Sweden extends border controls amid ‘still unclear situation’ with asylum seekers

Sweden extends border controls amid ‘still unclear situation’ with asylum seekers
Sweden has extended border controls with its southern neighbor Denmark until May to battle the illegal migration flow, after Brussels agreed to extend the emergency border checks inside the EU’s Schengen free-travel zone.

On Wednesday, European Union envoys, acting on EU Commission recommendations, said five EU countries inside the Schengen zone should be allowed to continue administering border controls for three more months. Sweden was one of the five.

“It’s still an unclear situation, so we will extend them,” Prime Minister Stefan Löfven explained on Wednesday afternoon, according to The Local.

“In part, it’s because we have many unregistered people left in Germany, and in part because looking at the Mediterranean route, there is an increase in asylum seekers, so we don't really know where that's going.”

Over one million migrants and refugees arrived in Europe in 2015. The influx of people into the continent caused disputes amongst EU states over how to manage the flow. One of the solutions found by some states was not to allow migrants in.

Stockholm introduced identity checks for travelers from Denmark to Sweden in November 2015, as part of measures to reduce the flow of illegal migrants. Passengers boarding trains, ferries or buses bound for Sweden are required to show a passport or other form of ID in order to be allowed onboard.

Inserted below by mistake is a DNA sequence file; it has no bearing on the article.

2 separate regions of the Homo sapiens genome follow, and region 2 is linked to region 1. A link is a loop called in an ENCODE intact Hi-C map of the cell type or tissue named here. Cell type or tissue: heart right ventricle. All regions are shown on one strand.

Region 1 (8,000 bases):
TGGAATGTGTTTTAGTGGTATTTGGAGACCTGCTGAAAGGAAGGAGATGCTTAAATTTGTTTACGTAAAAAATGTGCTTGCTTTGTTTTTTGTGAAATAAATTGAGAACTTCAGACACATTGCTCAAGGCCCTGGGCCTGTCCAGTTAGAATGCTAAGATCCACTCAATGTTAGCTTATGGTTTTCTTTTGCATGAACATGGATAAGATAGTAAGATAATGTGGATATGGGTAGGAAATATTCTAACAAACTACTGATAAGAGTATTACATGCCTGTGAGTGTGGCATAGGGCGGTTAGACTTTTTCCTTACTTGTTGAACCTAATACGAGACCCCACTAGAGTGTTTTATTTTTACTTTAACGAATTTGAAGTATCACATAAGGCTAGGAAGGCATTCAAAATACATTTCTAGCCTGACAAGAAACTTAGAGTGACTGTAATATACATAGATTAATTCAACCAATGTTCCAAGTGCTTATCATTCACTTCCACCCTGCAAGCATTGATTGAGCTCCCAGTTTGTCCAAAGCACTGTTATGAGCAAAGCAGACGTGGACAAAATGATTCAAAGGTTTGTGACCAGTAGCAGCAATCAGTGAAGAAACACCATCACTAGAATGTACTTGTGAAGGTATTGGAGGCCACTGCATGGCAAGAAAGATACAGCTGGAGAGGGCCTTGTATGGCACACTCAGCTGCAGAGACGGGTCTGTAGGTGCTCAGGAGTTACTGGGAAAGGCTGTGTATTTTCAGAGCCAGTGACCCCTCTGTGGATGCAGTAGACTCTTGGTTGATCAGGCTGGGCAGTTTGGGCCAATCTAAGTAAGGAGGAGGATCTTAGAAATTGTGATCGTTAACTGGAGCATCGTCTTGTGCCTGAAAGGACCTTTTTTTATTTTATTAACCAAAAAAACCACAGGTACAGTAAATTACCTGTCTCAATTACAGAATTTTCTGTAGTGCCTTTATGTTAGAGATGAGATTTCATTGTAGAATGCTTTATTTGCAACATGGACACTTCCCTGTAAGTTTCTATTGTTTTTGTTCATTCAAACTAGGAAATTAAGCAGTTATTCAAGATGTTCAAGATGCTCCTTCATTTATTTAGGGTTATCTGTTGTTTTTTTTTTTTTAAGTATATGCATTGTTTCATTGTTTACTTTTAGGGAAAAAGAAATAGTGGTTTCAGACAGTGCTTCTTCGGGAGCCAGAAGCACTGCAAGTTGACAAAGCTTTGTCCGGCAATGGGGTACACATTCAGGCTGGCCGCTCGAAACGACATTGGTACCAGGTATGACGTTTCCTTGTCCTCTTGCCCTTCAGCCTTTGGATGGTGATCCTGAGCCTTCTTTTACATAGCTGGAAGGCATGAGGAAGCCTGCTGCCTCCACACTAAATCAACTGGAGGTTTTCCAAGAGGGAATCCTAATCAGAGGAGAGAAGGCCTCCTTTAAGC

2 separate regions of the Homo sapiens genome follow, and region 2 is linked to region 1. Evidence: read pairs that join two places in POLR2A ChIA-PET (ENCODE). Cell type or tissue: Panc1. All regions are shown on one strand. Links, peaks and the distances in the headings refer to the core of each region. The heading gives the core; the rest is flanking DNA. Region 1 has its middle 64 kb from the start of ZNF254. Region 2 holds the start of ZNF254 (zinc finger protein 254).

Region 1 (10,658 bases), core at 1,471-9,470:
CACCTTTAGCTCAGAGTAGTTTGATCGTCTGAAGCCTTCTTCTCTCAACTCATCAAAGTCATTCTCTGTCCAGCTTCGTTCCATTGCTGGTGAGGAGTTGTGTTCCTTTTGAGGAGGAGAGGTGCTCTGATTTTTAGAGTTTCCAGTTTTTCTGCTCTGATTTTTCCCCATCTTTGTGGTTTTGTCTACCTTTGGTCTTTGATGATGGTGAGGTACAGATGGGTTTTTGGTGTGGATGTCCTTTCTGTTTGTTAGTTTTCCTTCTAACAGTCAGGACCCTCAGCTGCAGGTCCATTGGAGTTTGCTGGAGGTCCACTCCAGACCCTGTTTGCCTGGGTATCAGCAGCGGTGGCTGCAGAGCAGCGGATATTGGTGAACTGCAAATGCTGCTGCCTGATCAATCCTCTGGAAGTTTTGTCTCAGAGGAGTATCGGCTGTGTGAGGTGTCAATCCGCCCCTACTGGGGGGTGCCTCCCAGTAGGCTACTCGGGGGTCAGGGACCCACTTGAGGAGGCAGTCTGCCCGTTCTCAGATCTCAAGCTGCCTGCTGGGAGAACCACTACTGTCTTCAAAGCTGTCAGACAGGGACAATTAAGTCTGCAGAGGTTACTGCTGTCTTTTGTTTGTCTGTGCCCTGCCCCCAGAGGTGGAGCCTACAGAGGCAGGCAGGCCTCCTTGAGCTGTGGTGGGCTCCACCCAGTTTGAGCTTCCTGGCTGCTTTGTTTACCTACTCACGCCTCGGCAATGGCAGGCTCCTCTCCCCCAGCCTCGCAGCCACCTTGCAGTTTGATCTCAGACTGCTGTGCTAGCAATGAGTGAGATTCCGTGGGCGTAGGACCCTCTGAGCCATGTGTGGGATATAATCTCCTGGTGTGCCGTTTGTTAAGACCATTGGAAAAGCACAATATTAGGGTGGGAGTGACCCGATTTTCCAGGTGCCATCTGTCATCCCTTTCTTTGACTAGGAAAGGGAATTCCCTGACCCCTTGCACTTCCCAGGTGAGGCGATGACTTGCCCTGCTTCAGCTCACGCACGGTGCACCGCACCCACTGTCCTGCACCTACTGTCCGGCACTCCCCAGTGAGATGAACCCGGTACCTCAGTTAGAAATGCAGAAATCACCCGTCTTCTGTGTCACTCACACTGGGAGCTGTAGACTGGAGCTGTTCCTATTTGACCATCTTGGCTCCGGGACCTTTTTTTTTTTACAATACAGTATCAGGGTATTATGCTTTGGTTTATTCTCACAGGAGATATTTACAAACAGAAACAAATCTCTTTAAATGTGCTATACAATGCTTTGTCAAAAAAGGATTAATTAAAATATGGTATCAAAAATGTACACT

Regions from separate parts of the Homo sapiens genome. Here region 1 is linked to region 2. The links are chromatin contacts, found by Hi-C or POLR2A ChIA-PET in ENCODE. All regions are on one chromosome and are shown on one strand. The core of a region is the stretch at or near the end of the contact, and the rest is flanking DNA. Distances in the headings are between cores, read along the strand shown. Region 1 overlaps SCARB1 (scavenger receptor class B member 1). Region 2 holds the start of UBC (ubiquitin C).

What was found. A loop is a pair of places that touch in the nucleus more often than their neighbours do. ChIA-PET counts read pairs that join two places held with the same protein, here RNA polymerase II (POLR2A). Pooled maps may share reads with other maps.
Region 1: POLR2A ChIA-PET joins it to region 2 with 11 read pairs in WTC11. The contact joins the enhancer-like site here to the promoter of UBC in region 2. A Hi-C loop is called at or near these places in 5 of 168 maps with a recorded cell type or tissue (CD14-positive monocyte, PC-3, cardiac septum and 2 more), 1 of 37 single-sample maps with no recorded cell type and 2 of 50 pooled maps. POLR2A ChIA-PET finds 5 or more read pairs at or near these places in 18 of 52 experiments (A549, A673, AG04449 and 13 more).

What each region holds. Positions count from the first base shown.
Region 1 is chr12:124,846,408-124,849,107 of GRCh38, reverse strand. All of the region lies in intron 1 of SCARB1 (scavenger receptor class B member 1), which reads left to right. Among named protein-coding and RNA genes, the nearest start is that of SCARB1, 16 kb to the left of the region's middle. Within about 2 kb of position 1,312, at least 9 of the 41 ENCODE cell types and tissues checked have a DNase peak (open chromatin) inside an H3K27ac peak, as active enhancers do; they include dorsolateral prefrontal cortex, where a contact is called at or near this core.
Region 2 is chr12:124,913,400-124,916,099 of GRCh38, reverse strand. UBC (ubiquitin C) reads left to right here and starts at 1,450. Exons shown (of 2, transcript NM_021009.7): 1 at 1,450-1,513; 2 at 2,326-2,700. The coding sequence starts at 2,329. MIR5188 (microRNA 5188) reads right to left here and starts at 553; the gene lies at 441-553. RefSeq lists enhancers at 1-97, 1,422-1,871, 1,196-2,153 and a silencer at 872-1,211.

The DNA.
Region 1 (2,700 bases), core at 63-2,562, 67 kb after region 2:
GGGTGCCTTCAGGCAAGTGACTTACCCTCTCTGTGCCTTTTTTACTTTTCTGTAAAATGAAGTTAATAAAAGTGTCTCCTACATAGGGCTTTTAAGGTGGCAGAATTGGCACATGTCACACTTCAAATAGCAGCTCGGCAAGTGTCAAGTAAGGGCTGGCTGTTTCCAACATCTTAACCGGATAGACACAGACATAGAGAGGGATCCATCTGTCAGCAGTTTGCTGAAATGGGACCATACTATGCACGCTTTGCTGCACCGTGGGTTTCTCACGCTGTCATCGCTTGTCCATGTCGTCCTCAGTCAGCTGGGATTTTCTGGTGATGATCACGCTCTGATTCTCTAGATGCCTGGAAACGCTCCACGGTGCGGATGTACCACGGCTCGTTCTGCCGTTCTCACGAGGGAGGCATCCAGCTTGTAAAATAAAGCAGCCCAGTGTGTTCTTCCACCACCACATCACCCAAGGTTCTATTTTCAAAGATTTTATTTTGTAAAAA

But the controls created havoc at the border with many Scandinavians and Germans unable to travel to Sweden simply for forgetting their IDs at home. 

HH Ferries, which offers sea connections between Denmark and Sweden, had previously revealed that 98 percent of the entire flow of passengers prevented from boarding by security checks were forgetful Scandinavians. Others criticized the journey time which became longer due to the extra security measures.

Prior to agreeing to the extension, the Swedish government submitted a report to the EU commission where interior minister Anders Ygeman insisted that border controls should remain due to security challenges and threats.

Ygeman argued that migrants within the EU who are not recorded in the union’s fingerprint database, because of bureaucratic procedures, will be almost impossible to deport back to other EU countries should they end up in Sweden.

In that report, Stockholm also revealed that 231 people were denied entry at the border out of the 767,000 who tried to enter Sweden in December of 2016.

Sweden which has not yet released its migration figures for 2016, received a record 163,000 asylum applications at the height of the migrant crisis in 2015.

Until 2015, over half a billion EU citizens moved around freely in the Schengen zone as they wished. Tourists could also travel unhindered by land in the zone.

Under EU rules, countries may put in place border controls for a maximum of two years, for periods of up to six months at a time of exceptional circumstances such as a terrorist threat.